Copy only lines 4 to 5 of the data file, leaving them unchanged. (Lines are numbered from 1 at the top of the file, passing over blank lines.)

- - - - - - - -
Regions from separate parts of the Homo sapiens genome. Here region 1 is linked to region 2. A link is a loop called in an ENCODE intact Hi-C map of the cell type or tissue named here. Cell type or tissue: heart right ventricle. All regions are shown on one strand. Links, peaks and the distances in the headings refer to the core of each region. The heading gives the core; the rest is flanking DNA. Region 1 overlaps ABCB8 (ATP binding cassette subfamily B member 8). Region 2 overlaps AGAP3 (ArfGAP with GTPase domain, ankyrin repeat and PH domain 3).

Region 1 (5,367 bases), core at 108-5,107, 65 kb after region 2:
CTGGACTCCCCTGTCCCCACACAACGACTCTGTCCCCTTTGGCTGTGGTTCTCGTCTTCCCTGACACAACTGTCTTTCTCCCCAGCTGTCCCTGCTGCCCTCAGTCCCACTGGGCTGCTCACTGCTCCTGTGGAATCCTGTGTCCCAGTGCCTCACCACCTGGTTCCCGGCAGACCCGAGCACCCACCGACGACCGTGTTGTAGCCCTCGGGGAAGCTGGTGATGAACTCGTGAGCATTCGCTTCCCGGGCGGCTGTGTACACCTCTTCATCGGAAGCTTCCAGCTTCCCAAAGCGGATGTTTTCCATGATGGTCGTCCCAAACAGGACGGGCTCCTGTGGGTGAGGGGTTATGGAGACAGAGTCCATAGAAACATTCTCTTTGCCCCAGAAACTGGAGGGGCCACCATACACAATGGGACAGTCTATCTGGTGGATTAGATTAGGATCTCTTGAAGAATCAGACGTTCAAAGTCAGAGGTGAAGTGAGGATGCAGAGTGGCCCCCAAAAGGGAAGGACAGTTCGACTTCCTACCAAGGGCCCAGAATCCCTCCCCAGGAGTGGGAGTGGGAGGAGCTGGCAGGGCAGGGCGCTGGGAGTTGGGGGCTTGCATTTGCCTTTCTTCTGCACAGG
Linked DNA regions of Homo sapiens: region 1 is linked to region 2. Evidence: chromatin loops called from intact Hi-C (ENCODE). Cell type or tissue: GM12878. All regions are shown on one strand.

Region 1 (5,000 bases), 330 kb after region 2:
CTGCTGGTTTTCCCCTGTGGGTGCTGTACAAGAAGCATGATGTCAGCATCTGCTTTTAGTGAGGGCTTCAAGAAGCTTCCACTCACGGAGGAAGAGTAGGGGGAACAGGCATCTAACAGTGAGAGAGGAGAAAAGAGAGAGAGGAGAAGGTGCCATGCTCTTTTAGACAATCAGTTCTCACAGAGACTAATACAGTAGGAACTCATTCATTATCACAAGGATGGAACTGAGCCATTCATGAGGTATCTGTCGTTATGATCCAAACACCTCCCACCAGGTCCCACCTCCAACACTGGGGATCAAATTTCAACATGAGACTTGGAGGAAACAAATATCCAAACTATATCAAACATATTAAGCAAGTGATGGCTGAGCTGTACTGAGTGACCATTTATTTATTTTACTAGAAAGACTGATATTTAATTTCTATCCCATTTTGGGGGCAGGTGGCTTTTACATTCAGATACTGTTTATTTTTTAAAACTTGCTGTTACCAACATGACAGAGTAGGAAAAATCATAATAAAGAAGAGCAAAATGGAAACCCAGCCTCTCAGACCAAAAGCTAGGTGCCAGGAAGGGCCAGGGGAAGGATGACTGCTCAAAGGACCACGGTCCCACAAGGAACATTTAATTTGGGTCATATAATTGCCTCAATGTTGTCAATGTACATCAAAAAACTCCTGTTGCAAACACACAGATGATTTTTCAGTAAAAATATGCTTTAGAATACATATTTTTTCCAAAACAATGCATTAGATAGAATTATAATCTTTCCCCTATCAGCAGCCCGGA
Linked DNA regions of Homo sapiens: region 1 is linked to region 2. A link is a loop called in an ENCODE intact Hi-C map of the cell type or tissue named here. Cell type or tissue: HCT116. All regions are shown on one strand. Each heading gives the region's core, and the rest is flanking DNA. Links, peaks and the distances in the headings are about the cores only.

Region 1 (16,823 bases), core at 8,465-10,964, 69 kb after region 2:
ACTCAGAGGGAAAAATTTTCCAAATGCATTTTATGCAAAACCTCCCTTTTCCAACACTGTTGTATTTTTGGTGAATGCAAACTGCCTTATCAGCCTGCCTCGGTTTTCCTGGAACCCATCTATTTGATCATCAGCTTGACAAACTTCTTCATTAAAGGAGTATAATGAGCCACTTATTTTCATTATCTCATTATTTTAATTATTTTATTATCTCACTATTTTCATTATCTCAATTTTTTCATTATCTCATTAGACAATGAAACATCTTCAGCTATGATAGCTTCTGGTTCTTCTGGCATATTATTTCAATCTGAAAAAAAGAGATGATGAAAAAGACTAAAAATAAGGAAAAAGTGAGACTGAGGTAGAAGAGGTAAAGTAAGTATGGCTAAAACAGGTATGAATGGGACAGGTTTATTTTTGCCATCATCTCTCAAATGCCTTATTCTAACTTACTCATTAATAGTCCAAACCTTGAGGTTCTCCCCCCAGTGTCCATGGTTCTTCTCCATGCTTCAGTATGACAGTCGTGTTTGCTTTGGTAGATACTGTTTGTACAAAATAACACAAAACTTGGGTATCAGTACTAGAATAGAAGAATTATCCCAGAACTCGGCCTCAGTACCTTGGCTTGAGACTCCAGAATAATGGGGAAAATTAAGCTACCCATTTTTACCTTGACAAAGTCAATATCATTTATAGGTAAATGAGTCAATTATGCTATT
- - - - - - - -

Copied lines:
Linked DNA regions of Homo sapiens: region 1 is linked to region 2. Evidence: chromatin loops called from intact Hi-C (ENCODE). Cell type or tissue: GM12878. All regions are shown on one strand.

Region 1 (5,000 bases), 330 kb after region 2: